Q: How has the pandemic shaped the growth of green financial instruments?

A:  The pandemic has created a strong connection between people and what matters most to them. This includes a higher awareness of social and environmental issues. This immediate shift in global priorities brought on by COVID-19 has taken sustainability issues to a higher level. People also understand that the pandemic has taken a heavy toll on the economy but that they need to generate a different mindset about how they consume or purchase products. Various tools, such as green credit, are already benefiting this dynamic. Today, more ESG-friendly bonds are being issued than in all of 2020, which easily beat 2019. Therefore, we are seeing a huge increase in green, social and sustainable bond issuance. This demonstrates how priorities have changed globally. Consumers are also aware of what real sustainability means, making greenwashing an empty marketing strategy and a difficult route to maintain. It is risky for companies not to consider sustainability initiatives. Additionally, stock exchanges are adapting to meet these new demands from some of the world’s most prominent investors.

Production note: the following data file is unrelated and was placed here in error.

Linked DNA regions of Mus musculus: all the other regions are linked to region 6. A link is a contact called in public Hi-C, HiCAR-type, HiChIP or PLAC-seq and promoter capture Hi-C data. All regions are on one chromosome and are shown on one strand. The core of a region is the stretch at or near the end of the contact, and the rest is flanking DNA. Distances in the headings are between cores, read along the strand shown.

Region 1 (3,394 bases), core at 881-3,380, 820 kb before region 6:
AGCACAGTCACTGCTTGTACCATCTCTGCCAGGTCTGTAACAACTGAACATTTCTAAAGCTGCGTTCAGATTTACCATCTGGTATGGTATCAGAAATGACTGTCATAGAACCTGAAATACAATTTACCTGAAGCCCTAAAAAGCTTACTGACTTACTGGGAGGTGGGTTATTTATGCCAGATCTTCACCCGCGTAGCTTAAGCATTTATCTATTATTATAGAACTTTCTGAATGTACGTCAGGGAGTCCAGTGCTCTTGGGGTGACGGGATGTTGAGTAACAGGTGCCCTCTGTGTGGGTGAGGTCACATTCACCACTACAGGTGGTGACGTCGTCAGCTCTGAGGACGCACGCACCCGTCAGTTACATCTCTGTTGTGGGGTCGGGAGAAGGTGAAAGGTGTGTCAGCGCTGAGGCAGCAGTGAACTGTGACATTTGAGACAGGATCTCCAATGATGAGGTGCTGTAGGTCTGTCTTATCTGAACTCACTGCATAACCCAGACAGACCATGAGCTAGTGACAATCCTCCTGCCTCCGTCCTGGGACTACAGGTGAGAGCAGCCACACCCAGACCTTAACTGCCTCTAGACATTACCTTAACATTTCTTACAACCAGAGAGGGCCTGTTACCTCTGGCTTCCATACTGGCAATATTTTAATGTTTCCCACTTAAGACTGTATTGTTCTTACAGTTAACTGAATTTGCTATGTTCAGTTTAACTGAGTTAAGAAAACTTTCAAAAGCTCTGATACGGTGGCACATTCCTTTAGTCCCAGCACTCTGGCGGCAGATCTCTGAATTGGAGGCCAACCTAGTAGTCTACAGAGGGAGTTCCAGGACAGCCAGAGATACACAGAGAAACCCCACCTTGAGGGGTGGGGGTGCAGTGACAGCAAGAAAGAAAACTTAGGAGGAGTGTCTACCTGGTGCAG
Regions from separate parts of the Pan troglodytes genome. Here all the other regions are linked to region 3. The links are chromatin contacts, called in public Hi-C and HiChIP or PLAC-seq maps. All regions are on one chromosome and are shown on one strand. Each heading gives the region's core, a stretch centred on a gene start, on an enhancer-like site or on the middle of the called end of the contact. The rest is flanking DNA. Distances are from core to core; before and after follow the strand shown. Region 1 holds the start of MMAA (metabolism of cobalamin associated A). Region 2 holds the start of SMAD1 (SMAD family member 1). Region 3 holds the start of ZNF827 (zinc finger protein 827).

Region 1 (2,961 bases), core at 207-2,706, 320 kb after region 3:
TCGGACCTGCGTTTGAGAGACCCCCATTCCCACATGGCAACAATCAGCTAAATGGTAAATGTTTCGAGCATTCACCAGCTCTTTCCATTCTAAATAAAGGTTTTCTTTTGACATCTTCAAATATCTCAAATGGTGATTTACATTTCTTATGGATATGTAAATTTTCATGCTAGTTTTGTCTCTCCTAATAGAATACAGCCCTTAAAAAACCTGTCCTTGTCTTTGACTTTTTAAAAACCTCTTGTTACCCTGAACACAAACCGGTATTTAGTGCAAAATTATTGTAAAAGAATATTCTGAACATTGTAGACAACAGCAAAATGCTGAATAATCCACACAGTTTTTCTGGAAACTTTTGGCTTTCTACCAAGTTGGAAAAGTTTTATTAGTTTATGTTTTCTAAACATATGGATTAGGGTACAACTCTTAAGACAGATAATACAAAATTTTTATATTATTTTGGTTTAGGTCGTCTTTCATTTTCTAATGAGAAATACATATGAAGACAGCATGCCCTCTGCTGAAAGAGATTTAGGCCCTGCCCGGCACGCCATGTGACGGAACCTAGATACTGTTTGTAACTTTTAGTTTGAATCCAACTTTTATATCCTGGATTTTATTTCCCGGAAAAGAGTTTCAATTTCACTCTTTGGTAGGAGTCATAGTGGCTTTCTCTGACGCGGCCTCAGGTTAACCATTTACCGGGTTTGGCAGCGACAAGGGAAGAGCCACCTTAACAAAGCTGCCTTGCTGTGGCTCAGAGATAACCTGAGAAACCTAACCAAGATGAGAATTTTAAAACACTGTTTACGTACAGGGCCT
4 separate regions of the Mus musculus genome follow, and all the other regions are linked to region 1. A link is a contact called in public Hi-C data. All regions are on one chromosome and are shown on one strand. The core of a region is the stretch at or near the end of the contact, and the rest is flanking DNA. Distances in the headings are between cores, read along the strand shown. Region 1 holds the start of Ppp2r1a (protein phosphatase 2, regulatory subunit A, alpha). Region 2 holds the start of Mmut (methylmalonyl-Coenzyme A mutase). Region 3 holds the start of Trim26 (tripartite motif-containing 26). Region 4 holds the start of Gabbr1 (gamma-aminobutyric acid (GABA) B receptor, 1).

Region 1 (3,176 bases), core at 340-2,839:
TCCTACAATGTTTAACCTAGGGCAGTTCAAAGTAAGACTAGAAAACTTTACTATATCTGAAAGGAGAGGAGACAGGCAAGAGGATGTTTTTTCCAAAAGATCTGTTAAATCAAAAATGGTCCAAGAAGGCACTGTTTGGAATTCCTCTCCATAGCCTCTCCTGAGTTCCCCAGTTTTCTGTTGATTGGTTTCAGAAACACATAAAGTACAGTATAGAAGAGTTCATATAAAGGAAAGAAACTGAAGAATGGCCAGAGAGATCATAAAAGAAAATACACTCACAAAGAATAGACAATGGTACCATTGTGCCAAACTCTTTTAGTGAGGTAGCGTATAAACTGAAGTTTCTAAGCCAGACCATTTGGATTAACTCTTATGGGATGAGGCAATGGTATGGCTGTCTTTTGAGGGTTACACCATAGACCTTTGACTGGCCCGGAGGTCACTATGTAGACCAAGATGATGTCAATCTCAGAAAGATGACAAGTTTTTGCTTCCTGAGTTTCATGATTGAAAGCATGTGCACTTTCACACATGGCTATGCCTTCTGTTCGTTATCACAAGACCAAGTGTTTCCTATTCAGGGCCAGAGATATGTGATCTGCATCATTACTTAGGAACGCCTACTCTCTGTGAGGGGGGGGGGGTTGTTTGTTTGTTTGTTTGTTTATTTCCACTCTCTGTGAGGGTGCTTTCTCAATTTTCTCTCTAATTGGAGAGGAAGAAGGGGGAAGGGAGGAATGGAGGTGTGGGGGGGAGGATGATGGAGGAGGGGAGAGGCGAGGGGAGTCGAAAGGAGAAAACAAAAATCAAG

Grupo Financiero Banorte is a Mexican banking and financial services group. It is one of the four largest commercial banks in Mexico by assets and loans and the largest retirement fund administrator.

Cas Biekmann Cas Biekmann Journalist and Industry Analyst